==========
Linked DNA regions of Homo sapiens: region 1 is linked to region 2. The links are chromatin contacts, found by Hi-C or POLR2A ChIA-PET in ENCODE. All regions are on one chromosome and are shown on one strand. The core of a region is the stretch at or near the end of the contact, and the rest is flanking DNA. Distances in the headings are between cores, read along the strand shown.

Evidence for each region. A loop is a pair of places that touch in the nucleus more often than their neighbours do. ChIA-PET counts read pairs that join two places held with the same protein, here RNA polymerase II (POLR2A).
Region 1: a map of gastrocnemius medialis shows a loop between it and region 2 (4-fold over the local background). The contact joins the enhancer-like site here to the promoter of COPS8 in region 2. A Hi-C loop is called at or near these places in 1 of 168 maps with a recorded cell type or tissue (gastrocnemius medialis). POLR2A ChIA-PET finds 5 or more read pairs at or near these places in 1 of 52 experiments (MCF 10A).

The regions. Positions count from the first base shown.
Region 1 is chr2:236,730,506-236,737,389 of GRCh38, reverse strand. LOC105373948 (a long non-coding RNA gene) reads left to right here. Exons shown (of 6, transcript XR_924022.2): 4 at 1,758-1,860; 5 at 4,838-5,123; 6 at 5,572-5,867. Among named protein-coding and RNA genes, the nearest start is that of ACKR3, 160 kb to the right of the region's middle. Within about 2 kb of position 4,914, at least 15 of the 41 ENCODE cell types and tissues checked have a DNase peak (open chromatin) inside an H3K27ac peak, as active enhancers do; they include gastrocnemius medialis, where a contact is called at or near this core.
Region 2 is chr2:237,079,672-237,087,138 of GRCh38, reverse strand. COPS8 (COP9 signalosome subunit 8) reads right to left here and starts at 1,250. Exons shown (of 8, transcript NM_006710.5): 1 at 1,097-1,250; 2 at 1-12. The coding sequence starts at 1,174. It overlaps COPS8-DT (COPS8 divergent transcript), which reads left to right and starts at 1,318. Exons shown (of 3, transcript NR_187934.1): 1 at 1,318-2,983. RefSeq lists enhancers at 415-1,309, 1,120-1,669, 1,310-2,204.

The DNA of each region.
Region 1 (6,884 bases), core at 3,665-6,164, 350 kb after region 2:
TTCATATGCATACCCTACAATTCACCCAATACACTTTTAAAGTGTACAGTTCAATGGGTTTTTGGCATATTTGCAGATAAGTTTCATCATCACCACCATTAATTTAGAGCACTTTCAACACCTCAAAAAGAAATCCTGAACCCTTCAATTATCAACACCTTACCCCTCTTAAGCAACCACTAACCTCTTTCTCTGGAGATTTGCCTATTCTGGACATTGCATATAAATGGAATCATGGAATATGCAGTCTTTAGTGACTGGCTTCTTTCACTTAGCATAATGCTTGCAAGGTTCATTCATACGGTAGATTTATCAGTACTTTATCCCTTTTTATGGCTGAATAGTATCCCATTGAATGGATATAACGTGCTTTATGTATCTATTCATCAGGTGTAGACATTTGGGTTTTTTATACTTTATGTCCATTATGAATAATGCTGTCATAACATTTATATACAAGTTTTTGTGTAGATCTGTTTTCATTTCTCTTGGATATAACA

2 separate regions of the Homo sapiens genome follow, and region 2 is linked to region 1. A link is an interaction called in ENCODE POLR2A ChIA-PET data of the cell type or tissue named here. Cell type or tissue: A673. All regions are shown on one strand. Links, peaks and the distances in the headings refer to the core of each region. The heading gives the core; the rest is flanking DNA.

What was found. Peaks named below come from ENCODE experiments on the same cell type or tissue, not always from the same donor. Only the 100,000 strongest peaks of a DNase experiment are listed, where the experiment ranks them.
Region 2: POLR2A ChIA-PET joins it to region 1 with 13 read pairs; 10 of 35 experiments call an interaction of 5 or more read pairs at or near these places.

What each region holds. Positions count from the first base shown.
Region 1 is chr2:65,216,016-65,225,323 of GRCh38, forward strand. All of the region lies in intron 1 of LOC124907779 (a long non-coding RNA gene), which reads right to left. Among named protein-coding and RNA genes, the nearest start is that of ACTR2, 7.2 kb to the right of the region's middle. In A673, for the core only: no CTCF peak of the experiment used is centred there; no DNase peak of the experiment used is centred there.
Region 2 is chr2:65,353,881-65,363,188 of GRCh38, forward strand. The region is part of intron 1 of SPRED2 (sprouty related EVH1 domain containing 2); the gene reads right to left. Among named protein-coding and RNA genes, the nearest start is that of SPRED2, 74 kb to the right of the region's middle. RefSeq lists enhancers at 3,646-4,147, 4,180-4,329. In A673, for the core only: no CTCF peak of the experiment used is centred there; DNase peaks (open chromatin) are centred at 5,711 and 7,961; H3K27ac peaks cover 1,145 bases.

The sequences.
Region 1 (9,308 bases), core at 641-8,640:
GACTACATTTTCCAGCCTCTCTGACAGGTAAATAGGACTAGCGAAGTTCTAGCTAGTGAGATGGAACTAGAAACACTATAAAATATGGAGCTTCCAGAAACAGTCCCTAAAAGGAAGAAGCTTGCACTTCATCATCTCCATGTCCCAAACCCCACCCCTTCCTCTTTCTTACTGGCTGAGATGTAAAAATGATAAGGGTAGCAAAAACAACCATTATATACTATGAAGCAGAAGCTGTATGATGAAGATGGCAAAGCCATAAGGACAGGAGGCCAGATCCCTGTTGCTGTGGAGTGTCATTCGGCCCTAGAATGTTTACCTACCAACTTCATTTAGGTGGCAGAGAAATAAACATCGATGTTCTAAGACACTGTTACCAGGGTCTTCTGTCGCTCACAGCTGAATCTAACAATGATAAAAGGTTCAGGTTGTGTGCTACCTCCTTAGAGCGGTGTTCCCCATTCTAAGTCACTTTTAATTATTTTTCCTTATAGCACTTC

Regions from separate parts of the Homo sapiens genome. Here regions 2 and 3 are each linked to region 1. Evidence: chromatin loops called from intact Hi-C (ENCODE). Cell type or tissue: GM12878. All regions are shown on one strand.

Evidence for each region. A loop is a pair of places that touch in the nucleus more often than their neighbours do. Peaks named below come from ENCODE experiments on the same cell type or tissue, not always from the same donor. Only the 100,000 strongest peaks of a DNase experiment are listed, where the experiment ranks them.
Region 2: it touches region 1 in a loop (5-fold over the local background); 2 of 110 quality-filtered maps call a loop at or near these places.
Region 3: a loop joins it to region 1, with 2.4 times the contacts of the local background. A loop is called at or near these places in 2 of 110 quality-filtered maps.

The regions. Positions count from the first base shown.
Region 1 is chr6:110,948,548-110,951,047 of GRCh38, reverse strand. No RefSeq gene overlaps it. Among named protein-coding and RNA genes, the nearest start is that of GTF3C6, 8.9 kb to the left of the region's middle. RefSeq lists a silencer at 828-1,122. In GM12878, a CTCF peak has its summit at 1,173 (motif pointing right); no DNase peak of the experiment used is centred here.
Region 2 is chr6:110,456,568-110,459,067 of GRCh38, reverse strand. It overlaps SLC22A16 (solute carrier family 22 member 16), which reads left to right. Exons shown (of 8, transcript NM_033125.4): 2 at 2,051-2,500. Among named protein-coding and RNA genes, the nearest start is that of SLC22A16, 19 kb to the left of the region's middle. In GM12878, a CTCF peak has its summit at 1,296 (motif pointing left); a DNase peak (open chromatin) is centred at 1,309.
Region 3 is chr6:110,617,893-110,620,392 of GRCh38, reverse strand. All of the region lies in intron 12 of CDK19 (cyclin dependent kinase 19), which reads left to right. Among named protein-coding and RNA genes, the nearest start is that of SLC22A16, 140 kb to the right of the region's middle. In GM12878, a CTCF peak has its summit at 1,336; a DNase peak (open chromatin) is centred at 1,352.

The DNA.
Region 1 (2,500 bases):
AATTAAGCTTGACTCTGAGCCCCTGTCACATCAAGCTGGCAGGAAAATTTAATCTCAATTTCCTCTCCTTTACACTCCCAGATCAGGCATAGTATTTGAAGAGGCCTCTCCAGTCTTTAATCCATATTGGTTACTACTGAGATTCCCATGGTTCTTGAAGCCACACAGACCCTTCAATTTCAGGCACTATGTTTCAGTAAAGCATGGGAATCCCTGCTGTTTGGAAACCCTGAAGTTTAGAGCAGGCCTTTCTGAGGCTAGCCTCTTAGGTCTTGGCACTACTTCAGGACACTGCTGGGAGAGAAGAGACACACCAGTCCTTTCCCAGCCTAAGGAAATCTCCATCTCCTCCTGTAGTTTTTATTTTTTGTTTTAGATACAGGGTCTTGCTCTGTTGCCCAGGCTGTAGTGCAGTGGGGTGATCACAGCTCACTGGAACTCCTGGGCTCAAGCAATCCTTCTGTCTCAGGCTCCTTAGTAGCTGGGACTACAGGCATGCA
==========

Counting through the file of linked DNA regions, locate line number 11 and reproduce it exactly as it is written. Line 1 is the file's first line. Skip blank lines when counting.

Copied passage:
What was found. Peaks named below come from ENCODE experiments on the same cell type or tissue, not always from the same donor. Only the 100,000 strongest peaks of a DNase experiment are listed, where the experiment ranks them.